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Mary on Google in the library (some very practical stuff)

I am just back from PSLA, our state conference, and want to share my friend, Mary Schwander’s super-practical presentations, Google in the Library.  In her interactive sessions, Mary offered step-by-step guidance in Creating a Library Schedule using Google Spreadsheets and on Using Google Forms in the Library.  (BTW, back in December 2009, Mary and I spent a wonderful day and a half in DC at the Google Teacher Academy.)

Mary’s sessions yesterday grew out of informational presentations she delivered at last year’s state conference, when she discovered that people wanted and needed to have hands-on, “show me how to do it” time.  I suspect that is true outside of Pennsylvania too.
When I asked Mary about sharing yesterday’s mostly administrative stuff, she urged me to remind readers that though she focused on those practical tools yesterday,

it is important to stress the other Google Apps which can be used for finding information, synthesizing, collaborating, and making real-life connections. Although we didn’t look at them all today, they are represented on our Google in the Library website.

As 21st century librarians it is imperative that we help guide our students and staff through the world of mass digital information and nurture them into transliterate learners and contributors. When I attended the Google Teacher Academy two years ago, I walked away with a world of ideas on how librarians can use various Google Apps for helping to promote our services and how our students can use them in their life-time learning. Whether it be Google Books and Google Scholar for research, Google Docs and Google Sites for collaboration, or the use of Google Spreadsheets and Google Forms to convey and collect information,  there are many Google applications which have immense potential in our libraries and in student learning.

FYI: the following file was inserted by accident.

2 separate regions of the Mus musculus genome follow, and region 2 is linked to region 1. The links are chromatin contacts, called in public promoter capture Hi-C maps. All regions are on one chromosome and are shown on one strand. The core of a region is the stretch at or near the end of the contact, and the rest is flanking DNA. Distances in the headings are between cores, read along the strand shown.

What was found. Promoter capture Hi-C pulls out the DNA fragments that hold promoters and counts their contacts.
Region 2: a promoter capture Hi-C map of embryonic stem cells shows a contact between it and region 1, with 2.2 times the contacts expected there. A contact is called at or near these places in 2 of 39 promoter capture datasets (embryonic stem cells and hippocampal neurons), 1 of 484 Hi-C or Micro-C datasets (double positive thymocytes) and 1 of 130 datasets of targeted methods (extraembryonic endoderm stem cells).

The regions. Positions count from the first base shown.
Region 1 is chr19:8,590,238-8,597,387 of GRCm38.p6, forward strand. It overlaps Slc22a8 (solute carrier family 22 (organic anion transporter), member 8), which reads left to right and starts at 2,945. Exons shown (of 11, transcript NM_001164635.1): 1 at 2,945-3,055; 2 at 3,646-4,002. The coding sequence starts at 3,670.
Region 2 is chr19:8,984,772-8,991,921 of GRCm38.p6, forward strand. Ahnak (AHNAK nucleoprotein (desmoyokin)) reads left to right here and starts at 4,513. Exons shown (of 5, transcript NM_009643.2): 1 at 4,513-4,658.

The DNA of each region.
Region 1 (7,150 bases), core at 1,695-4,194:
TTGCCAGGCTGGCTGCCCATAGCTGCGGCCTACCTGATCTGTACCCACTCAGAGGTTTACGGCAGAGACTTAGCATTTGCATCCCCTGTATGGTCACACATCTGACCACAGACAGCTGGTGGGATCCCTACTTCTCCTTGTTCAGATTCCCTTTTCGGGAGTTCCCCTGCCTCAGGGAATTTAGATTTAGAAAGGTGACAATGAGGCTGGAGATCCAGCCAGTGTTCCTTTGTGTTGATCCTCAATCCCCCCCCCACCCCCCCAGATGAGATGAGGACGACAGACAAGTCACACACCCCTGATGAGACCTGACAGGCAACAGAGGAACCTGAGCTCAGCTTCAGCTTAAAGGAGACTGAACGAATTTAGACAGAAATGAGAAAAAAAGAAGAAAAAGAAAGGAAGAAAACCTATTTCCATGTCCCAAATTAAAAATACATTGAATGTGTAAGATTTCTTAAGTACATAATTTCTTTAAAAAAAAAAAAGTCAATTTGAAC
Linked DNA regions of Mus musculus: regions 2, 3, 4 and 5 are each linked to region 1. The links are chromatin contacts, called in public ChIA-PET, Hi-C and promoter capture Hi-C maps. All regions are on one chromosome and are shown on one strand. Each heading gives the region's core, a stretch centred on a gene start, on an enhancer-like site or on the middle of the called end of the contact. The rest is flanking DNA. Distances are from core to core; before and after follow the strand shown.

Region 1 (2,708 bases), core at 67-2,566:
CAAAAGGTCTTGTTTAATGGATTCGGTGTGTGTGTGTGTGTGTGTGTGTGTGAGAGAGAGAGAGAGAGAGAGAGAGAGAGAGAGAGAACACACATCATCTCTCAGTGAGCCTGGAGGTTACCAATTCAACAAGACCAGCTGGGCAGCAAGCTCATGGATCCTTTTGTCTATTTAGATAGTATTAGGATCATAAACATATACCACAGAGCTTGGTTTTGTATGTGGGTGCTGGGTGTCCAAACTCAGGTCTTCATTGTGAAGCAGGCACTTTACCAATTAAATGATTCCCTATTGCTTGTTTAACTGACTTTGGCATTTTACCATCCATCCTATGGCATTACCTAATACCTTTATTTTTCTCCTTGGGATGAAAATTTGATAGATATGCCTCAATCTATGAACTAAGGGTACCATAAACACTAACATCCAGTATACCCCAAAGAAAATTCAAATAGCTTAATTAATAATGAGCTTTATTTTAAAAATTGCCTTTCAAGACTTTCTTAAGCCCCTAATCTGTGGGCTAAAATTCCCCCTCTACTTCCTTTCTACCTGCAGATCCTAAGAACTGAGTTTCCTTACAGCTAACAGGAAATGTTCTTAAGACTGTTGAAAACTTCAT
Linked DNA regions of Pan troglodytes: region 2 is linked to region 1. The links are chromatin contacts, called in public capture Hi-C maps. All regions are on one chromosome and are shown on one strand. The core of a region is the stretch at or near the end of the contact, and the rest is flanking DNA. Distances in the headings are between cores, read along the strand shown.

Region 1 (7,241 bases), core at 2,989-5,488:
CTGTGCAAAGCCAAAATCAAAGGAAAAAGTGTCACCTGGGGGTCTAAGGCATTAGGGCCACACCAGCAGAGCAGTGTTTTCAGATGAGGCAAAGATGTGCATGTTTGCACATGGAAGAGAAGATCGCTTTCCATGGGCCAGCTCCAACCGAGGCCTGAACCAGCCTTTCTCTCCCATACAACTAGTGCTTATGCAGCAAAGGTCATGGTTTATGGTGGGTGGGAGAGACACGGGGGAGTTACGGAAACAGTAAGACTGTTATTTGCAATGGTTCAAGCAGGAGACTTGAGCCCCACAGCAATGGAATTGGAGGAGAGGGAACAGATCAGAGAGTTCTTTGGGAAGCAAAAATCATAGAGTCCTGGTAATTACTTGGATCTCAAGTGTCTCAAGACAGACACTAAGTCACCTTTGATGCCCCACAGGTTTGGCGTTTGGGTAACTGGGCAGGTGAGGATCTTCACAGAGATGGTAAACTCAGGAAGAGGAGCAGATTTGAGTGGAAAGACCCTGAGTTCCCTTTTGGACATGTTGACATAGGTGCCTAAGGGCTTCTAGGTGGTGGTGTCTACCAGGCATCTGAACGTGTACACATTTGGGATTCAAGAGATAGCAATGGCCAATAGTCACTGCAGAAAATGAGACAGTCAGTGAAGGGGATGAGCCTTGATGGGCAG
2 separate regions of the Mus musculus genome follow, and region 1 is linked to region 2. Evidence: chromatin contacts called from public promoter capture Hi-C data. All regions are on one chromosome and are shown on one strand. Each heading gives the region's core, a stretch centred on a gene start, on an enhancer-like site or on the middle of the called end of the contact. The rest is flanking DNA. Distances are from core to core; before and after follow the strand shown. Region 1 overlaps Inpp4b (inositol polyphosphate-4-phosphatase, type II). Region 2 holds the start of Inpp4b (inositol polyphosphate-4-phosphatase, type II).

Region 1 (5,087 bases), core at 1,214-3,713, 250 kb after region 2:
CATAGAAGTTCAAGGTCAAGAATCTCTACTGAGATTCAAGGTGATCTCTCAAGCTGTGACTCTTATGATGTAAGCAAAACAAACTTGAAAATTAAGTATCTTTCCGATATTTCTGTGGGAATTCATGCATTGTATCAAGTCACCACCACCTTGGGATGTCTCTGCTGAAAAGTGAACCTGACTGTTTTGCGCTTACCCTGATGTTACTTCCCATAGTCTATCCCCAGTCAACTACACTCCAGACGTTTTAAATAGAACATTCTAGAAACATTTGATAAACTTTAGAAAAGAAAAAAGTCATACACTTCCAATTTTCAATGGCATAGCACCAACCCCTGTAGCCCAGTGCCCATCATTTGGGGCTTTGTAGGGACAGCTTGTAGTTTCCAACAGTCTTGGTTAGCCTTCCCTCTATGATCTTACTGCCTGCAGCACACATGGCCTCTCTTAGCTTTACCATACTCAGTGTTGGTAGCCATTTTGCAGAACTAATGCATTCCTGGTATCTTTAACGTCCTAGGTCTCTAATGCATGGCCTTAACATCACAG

Thanks for sharing these helpful links, Mary!

  1. Creating a Library Schedule
  2. Google Forms
    1. How can we use Google Forms in the library – post here!
    2. Creating a Book Request Form
    3. Creating a Book Checklist
    4. A Google Presentation Project Example

It was wonderful (and green) that the handouts from this year’s PSLA were so broadly and generously shared. I look forward to digging in this week.

Joyce Valenza About Joyce Valenza

Joyce is an Assistant Professor of Teaching at Rutgers University School of Information and Communication, a technology writer, speaker, blogger and learner. Follow her on Twitter: @joycevalenza


  1. We’ve been experimenting with different Google tools in our program for the past few years.

    Blogger for our main website/blog
    YouTube to create playlists or to post original videos (available for teachers, but not students)
    Google Forms for scheduling, book suggestions, and event signups
    Google Custom Search Engine as a site search for all of our different sites in one place (blogger, wikispaces, etc.).
    We have also played with the idea of using Custom Search Engine as a staff contributed academic search engine for our district.
    Googe Sites as a way to create a library staff intranet/online manual
    Google Presentations for Booktalks/embedding YouTube trailers in slides

    God forbid Google ever start closing more of its services.

    Thanks for the post. I always enjoy hearing what you have to say and to read about what others are doing.

  2. Cathi Franchino says:

    This is such a useful post for me, Joyce. I plan to use both the calendar and the forms this week! Thanks.

  3. Thanks, Cathi. Mary’s work is so useful and she is so generous with it. Eric, thanks for your great suggestions. I feel the same way about our growing reliance on Google, but the stuff works for most everything we do. Love the Custom Search too.

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